House Bill 281 — Prosecution Review Amendments — which goes into effect on May 13, will give the Utah Attorney General’s Office authority to give a second look to first-degree felony cases that were vetted by police, but got no action from local prosecutors and never made it to trial.
Bell said she relived the pain of her assault in police interviews and in interviews with prosecutors. She then lived through more pain when prosecutors declined to take her case to trial — even though police felt it had merit.
“If you are going to put yourself through all that emotional trauma, you should have something come of it,” she said.
Paul Cassell, a law professor at the University of Utah and a former judge, said sexual assault cases will be most impacted by the new law.
Utah, he said, has a low rate of prosecution for sexual assault cases. He’s not sure why.
“I think part of it is prosecutors are just demanding a very high level of evidence to move forward. Higher than in other parts of the country,” he said.
Dr. Julie Valentine, a professor at Brigham young University and a forensic nurse who has been a leader in advocating for Utah sex assault victims and for more prosecutions, said her research found that in Salt Lake County alone, only 6% of sexual assault cases make it to trial.
Of those cases, only 6% lead to convictions.
That’s likely because prosecutors only take on the cases where they feel very confident they’ll get a conviction.
Valentine said sexual assault cases are challenging because, often, there are no witnesses and, often, the defense attorneys attack the victims during trial.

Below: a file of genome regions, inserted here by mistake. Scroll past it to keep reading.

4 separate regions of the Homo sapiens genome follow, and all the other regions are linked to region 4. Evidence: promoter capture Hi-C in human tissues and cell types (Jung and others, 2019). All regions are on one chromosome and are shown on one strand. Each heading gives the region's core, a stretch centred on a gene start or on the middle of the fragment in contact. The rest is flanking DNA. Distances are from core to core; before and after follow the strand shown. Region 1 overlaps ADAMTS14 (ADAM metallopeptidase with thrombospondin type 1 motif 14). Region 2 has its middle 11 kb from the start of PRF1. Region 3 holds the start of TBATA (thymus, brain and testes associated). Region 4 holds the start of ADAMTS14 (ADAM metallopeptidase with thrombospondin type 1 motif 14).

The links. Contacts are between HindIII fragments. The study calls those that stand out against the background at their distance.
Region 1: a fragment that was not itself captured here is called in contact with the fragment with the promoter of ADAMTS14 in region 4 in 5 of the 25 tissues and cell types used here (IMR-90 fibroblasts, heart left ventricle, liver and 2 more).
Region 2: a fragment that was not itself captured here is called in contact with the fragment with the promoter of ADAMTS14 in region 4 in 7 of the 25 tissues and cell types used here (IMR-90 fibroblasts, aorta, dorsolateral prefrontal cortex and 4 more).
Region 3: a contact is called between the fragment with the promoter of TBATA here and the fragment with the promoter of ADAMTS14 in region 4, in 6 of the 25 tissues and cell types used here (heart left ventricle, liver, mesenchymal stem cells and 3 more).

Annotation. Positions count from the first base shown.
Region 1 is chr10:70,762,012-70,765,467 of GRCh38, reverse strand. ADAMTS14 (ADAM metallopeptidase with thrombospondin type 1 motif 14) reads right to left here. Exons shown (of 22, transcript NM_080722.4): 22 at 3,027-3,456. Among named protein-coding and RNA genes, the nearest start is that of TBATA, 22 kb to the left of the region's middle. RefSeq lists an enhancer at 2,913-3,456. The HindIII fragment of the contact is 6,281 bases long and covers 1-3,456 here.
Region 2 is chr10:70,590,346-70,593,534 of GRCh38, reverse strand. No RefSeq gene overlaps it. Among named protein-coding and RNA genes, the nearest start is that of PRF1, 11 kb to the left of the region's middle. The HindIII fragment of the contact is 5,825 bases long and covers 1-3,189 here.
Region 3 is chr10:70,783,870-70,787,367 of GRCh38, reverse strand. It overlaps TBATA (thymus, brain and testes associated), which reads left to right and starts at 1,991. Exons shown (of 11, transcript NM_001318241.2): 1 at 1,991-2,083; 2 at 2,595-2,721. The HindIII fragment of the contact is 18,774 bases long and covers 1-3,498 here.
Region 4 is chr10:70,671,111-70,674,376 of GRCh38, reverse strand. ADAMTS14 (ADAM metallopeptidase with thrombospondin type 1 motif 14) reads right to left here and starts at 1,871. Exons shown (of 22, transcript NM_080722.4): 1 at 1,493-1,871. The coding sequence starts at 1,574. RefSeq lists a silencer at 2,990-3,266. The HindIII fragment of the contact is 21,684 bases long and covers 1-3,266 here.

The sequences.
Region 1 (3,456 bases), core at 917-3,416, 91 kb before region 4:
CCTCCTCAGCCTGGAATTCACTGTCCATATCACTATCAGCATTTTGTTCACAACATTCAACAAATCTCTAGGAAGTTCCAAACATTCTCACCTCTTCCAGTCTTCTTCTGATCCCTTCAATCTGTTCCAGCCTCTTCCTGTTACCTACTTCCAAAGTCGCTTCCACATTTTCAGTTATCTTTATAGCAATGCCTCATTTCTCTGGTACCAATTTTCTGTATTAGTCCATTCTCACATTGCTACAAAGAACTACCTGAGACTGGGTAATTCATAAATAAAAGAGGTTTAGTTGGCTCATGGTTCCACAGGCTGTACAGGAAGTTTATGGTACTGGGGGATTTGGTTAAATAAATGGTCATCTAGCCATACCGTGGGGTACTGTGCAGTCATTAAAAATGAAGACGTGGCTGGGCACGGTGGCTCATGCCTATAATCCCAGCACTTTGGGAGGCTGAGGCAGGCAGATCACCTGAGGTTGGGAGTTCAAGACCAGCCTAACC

“We are not trying to imply they are easy cases, we are saying we need more prosecutions of these cases,” Valentine said.
https://ferbrachelaw.com/wp-content/uploads/2017/12/shieldlogov3.png00Greghttps://ferbrachelaw.com/wp-content/uploads/2017/12/shieldlogov3.pngGreg2019-04-05 03:43:152019-04-05 03:43:25College student will be among first to test new law's impact on sex assault cases
Fox News 13 POSTED 5:49 PM, APRIL 3, 2019, BY AMANDA GERRY, UPDATED AT 08:03PM, APRIL 3, 2019
SALT LAKE CITY – The Salt Lake City Mayor’s Office said more can be done to battle sexual assault and we can start by believing victims and their stories.
“One of the most common reasons victims of sexual assault do not report the crime is a fear of not being believed and being blamed for the attack,” said Jennifer Seelig, director of community empowerment at the SLC Mayor’s Office.
Salt Lake City became a “Start by Believing” city Wednesday, joining a campaign that encourages the community to support assault victims and hear their stories.